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Better Trades > Stock Chart Basics > Indicators


An indicator is anything used to predict how a stock will perform in the future. Indicators are at the heart of technical analysis, which projects which direction a stock should be headed based on patterns, mathematical formulas and past results.

There are more than 100 indicators that traders can use, a number that's risen tremendously over the last 20 years with the advent of computers and the availability of the Internet. Most traders try to identify a handful of indicators that can be used to identify possible trades or confirm the findings. Never try to use too many indicators. Here are some of the more popular indicators used today:

Stochastics: This is useful for stocks that are channeling sideways. This indicator has a dotted line at the 20 percent mark and another at 80 percent. When the Stochastic lines cross the 80 percent line, it indicates the stock is overbought and may be ready to lose value. If the lines cross the 20 percent line, it indicates the stock is oversold and may be ready to increase in value.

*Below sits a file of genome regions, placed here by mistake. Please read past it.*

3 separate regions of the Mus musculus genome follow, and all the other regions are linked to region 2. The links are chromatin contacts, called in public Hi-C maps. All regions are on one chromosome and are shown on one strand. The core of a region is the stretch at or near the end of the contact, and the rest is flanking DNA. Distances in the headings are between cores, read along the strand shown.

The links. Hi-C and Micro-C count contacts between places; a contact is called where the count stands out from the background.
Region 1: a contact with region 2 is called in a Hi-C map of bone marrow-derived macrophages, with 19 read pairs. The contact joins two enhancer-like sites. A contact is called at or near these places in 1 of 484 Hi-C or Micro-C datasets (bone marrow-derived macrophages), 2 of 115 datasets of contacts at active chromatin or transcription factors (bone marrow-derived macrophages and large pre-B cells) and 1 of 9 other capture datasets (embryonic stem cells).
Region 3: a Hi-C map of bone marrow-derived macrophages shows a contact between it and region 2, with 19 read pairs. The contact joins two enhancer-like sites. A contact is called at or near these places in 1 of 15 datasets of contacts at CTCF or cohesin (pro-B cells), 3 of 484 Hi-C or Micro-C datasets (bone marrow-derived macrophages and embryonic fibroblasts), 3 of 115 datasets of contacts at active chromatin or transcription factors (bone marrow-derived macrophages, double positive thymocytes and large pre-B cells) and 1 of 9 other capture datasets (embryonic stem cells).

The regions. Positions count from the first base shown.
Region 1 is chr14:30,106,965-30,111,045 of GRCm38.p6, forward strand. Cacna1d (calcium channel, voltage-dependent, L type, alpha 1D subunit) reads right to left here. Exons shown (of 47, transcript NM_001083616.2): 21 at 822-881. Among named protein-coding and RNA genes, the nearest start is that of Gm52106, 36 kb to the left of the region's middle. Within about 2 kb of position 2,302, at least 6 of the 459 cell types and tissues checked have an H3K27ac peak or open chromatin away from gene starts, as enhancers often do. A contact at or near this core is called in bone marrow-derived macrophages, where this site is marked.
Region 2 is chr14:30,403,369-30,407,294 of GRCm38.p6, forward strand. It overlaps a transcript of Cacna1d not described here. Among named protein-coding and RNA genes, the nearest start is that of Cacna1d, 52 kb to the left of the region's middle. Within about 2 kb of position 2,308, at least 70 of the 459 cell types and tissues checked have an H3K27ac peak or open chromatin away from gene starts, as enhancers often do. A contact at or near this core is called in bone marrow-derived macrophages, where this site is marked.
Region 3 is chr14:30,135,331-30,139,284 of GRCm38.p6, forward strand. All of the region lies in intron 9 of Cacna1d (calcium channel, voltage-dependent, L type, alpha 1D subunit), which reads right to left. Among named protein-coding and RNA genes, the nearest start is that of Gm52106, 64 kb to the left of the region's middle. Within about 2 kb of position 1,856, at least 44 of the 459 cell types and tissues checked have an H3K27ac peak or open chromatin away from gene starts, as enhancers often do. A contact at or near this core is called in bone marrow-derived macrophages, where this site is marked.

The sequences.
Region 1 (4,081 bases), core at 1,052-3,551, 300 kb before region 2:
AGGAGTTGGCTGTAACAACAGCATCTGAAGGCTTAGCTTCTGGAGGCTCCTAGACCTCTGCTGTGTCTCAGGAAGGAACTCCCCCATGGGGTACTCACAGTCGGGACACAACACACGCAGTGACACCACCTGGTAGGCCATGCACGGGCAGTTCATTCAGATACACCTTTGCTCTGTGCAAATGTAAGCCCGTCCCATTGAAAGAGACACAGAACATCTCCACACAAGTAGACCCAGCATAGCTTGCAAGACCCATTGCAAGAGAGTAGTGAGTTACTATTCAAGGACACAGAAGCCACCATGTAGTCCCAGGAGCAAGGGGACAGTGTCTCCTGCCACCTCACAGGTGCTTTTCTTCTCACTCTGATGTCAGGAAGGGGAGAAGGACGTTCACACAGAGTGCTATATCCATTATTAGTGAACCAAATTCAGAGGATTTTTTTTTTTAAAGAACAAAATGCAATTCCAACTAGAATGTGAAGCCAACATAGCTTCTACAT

Moving Averages: When a short-term moving average crosses a longer term moving average, it generally indicates a trend in that direction. It is also important to note when a stock moves through the longer term averages. A stock can also use a moving average as a support or resistance line.

MACD: This lagging indicator will show divergence. If the stock is going up, but the MACD is going down, there's a pretty good chance the stock will soon turn bearish. Bollinger Bands: These will squeeze together to show pressure building on the stock. As the pressure is released and the bands spread apart, the stock is likely to follow the upper band (a bullish move) or the bottom band (a bearish move).

Relative Strength Indicator: This indicator will move up or down with the stock, but is most useful when it hooks upward or downward, which might show a reversal of the current trend.

Cash flow: This indicator simply follows the money moving into the stock or leaving the stock. If cash flow moves up or down, it could indicate a change in the trend.

Stock Chart Basics


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